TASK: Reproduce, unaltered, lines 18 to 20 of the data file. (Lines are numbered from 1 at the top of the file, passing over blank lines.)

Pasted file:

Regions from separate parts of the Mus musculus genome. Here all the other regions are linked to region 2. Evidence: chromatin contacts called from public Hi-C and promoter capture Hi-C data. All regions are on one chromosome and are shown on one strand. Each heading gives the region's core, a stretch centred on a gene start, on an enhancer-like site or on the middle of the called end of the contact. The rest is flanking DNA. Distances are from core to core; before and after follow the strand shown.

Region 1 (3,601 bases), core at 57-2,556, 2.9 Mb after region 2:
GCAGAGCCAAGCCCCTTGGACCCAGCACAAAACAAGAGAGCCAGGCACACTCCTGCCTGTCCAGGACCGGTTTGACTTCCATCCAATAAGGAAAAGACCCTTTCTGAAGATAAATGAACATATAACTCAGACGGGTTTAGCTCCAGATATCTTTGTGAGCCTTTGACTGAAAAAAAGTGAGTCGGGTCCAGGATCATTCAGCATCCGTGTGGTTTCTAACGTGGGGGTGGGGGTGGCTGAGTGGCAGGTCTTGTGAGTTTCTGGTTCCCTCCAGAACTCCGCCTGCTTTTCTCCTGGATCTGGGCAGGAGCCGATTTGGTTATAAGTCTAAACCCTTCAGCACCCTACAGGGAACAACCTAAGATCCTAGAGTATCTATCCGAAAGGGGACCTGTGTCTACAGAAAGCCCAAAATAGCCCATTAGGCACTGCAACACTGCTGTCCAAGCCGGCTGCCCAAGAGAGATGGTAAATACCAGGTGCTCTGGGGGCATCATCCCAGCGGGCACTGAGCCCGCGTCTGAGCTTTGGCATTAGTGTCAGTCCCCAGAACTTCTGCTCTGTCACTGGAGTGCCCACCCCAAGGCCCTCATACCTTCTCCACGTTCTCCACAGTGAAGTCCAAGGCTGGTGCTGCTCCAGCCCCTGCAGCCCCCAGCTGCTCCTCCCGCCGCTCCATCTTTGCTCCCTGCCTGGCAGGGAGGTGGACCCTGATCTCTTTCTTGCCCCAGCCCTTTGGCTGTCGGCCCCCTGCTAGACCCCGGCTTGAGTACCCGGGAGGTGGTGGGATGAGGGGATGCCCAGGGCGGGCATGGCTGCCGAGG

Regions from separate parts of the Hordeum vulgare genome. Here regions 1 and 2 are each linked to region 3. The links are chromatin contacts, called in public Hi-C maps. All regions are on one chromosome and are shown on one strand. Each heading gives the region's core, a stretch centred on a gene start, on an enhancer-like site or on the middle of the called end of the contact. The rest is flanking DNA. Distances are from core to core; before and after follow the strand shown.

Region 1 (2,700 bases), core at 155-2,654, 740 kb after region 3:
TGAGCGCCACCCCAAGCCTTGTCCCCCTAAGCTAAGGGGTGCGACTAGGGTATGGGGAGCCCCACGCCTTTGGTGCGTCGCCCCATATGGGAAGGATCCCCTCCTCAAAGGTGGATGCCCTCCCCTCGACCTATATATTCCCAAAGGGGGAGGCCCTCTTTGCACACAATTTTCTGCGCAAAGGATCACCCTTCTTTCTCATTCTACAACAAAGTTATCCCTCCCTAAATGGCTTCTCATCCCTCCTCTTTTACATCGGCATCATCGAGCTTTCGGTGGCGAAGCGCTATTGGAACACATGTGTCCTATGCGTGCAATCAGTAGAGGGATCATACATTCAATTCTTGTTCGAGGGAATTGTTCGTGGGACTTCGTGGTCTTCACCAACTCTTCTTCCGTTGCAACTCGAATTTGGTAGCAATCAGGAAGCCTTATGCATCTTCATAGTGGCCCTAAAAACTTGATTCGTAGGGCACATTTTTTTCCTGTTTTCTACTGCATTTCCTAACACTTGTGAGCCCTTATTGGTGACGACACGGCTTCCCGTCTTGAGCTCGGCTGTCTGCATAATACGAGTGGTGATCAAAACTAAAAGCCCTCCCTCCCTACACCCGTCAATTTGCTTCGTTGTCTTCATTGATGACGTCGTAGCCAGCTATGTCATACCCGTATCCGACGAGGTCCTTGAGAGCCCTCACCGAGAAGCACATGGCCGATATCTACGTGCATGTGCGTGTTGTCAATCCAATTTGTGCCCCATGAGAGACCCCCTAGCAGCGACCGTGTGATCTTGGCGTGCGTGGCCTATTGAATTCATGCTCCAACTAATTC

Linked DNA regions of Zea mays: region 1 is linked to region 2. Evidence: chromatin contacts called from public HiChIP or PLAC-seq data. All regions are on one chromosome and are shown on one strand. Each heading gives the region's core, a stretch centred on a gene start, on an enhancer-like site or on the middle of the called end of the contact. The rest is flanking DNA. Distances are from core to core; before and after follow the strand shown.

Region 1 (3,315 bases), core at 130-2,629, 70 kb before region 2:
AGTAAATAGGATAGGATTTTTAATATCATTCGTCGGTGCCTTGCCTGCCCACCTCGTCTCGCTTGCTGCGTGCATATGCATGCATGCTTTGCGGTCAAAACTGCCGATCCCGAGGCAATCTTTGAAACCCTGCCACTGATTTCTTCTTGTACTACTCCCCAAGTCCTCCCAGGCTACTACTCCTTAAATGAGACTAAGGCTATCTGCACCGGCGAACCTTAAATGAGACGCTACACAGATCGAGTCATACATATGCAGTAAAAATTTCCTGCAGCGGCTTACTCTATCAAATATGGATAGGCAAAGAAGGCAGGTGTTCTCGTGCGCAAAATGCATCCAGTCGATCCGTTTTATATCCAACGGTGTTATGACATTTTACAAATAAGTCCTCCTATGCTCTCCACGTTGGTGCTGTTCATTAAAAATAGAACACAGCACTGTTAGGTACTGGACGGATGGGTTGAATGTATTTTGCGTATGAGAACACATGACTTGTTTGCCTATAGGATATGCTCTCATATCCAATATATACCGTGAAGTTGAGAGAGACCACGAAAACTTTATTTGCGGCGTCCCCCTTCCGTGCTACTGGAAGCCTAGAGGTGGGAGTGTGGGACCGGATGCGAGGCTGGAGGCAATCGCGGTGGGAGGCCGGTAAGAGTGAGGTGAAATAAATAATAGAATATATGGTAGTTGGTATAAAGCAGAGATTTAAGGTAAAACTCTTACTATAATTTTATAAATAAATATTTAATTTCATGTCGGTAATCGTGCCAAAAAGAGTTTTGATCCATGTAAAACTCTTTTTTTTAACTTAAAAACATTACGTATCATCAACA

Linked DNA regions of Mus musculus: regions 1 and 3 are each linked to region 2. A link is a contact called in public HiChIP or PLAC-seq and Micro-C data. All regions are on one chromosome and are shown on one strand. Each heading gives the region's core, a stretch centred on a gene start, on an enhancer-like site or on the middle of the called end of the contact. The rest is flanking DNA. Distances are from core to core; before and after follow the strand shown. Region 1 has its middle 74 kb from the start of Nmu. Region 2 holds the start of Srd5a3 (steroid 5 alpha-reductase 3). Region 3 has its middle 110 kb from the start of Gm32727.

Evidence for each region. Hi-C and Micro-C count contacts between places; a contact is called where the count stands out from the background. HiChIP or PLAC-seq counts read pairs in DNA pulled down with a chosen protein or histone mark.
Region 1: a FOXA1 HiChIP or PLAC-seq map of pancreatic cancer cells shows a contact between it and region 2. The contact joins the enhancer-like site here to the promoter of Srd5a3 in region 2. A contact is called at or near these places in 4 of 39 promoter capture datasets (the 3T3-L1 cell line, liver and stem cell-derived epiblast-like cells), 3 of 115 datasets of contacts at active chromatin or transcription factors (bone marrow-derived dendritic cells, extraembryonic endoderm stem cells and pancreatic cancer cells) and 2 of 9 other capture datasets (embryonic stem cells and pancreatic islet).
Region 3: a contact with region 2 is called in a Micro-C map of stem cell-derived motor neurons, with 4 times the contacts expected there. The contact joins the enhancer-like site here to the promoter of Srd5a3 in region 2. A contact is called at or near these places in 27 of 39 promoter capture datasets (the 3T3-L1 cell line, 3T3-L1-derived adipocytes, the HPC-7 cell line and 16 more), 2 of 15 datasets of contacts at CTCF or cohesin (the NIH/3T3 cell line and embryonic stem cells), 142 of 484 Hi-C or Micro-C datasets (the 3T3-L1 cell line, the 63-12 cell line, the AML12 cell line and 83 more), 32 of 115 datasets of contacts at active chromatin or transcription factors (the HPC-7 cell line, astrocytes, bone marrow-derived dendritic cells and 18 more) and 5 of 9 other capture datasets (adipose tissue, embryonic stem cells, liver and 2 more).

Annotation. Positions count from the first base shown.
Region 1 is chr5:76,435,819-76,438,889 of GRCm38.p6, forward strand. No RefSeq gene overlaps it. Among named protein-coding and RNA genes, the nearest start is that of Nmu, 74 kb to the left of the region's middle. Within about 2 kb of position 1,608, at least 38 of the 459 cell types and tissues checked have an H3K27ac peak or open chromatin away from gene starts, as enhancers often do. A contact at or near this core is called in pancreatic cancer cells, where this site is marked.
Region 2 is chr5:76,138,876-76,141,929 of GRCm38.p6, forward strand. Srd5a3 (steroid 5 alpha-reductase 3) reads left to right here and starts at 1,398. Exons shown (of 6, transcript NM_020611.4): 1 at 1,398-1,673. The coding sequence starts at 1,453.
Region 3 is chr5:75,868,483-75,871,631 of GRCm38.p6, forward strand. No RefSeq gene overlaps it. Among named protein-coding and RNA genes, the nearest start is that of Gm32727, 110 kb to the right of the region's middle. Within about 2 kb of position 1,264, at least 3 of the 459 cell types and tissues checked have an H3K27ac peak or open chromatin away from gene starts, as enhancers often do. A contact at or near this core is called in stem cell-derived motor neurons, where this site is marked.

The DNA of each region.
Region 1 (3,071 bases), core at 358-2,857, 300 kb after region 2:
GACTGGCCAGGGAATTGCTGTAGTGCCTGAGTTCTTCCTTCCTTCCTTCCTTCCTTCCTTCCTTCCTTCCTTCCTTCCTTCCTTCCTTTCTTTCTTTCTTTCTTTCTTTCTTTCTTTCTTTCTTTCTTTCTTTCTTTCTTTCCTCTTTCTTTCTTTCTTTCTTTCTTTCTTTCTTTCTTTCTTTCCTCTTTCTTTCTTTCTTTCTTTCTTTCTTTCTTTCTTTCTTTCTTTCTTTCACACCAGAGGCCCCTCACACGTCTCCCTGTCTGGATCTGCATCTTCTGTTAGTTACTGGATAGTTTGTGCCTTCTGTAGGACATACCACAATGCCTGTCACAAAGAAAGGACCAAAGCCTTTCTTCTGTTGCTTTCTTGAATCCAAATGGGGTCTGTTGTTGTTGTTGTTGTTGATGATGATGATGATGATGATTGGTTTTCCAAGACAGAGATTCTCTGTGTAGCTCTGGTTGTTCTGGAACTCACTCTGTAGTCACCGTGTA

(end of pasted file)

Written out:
The DNA of each region.
Region 1 (3,071 bases), core at 358-2,857, 300 kb after region 2:
GACTGGCCAGGGAATTGCTGTAGTGCCTGAGTTCTTCCTTCCTTCCTTCCTTCCTTCCTTCCTTCCTTCCTTCCTTCCTTCCTTCCTTTCTTTCTTTCTTTCTTTCTTTCTTTCTTTCTTTCTTTCTTTCTTTCTTTCTTTCCTCTTTCTTTCTTTCTTTCTTTCTTTCTTTCTTTCTTTCTTTCCTCTTTCTTTCTTTCTTTCTTTCTTTCTTTCTTTCTTTCTTTCTTTCTTTCACACCAGAGGCCCCTCACACGTCTCCCTGTCTGGATCTGCATCTTCTGTTAGTTACTGGATAGTTTGTGCCTTCTGTAGGACATACCACAATGCCTGTCACAAAGAAAGGACCAAAGCCTTTCTTCTGTTGCTTTCTTGAATCCAAATGGGGTCTGTTGTTGTTGTTGTTGTTGATGATGATGATGATGATGATTGGTTTTCCAAGACAGAGATTCTCTGTGTAGCTCTGGTTGTTCTGGAACTCACTCTGTAGTCACCGTGTA